I believe urban planning does not end with a plan. It only begins there.
My dissertation research considers specific tactics of bottom-up accommodation, negotiation, and resistance to apartheid-era spatial planning practice in one former South African "Bantustan" capital city, a non-white receiving site of widespread forced relocation, Mmabatho and today Mahikeng, North West, South Africa.
My interest is how those relocated residents, those whom we might call the “planned upon,” received colonial and apartheid plans, and how varied resistances produced, fomented, or otherwise reworked master-planning premises. To engage such processes, I draw on institutional analysis and mixed methods including archival research, semi-structured interviews, and a close analytic readings of built sites. From my research, a general lesson applicable to the field of urban planning and processes of urbanization emerges: planning does not end with the plan; it merely begins with the plan.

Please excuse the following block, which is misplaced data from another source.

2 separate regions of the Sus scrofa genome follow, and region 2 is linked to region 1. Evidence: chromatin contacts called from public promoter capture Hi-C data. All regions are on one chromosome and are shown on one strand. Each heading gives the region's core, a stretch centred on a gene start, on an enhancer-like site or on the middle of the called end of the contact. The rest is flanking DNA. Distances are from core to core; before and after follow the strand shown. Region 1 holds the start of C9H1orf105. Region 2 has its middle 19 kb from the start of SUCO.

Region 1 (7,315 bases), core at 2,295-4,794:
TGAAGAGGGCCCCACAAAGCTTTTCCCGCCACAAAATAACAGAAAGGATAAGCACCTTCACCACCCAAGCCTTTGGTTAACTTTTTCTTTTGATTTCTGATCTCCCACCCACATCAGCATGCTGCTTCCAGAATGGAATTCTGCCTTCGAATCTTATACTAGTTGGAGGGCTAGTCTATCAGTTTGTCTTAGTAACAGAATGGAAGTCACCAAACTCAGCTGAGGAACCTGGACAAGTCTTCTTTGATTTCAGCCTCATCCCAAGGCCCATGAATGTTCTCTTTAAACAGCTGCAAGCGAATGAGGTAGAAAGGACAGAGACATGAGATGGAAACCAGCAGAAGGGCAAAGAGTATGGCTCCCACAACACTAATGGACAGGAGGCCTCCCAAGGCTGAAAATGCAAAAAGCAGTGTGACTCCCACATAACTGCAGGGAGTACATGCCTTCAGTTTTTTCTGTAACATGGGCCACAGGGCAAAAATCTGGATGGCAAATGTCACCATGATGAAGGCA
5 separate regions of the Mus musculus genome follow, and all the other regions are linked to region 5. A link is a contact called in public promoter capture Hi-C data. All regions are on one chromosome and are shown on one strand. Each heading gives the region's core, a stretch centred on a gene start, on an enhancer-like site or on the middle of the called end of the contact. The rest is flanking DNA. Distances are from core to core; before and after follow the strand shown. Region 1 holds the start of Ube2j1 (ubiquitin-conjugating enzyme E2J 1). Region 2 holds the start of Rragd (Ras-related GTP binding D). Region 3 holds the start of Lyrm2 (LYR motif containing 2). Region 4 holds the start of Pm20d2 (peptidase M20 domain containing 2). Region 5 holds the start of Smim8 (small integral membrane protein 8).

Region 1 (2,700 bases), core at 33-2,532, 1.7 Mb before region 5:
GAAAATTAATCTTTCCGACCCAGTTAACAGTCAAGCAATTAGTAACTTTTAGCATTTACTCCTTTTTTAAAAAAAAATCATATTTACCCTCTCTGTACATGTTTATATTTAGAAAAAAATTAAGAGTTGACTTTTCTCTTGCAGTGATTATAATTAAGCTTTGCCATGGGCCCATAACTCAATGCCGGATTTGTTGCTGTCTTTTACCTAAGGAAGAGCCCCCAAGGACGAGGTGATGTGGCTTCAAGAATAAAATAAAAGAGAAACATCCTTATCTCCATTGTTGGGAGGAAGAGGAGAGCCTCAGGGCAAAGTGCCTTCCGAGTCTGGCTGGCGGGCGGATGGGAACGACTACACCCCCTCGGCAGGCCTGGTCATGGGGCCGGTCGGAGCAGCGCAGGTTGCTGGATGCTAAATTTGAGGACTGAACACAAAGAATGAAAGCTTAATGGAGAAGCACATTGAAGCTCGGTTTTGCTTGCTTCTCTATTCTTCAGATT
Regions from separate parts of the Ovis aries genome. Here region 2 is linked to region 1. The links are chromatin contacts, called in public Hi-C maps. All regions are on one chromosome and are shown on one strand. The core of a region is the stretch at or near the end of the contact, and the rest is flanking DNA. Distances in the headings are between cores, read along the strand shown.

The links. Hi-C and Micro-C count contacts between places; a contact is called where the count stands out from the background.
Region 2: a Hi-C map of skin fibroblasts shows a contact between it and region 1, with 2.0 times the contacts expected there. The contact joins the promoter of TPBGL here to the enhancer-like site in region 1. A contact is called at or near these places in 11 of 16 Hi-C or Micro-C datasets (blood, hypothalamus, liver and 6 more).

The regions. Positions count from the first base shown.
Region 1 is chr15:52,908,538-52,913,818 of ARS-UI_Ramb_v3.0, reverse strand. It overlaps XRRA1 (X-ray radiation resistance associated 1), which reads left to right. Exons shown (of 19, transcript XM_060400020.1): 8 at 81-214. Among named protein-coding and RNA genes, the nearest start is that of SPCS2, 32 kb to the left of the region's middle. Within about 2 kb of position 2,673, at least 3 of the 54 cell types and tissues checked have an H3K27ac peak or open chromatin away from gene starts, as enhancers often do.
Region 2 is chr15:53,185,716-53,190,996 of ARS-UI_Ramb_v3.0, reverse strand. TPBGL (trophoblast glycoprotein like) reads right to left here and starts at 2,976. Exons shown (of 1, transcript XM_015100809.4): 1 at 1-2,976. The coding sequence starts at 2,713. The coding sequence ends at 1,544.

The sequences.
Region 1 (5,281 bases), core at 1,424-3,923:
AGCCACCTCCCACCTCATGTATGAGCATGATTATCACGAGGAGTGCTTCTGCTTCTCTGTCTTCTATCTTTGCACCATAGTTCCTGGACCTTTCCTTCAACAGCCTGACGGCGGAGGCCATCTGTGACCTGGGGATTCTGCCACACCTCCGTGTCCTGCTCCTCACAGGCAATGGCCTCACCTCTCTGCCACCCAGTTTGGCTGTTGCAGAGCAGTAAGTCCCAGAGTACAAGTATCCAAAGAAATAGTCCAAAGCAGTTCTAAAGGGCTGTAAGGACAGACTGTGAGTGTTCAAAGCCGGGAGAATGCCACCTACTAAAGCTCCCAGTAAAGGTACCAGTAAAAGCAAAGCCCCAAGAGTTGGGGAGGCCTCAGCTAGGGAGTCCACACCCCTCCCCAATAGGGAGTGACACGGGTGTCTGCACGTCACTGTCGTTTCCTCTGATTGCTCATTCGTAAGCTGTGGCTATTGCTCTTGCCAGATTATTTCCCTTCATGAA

What emerges from resident responses to colonial, apartheid, and Bantustan-era planning is an amalgam of spatial forms, creative assemblages, and heterogeneous spatial forms. Residents responses to public architecture and planning themselves remain subject to contestation, disruption, repurposing, and innovation. These responses of repurposing stem from healing, but also for both universal and contextually specific demands for human dignity, economic equality, and social justice.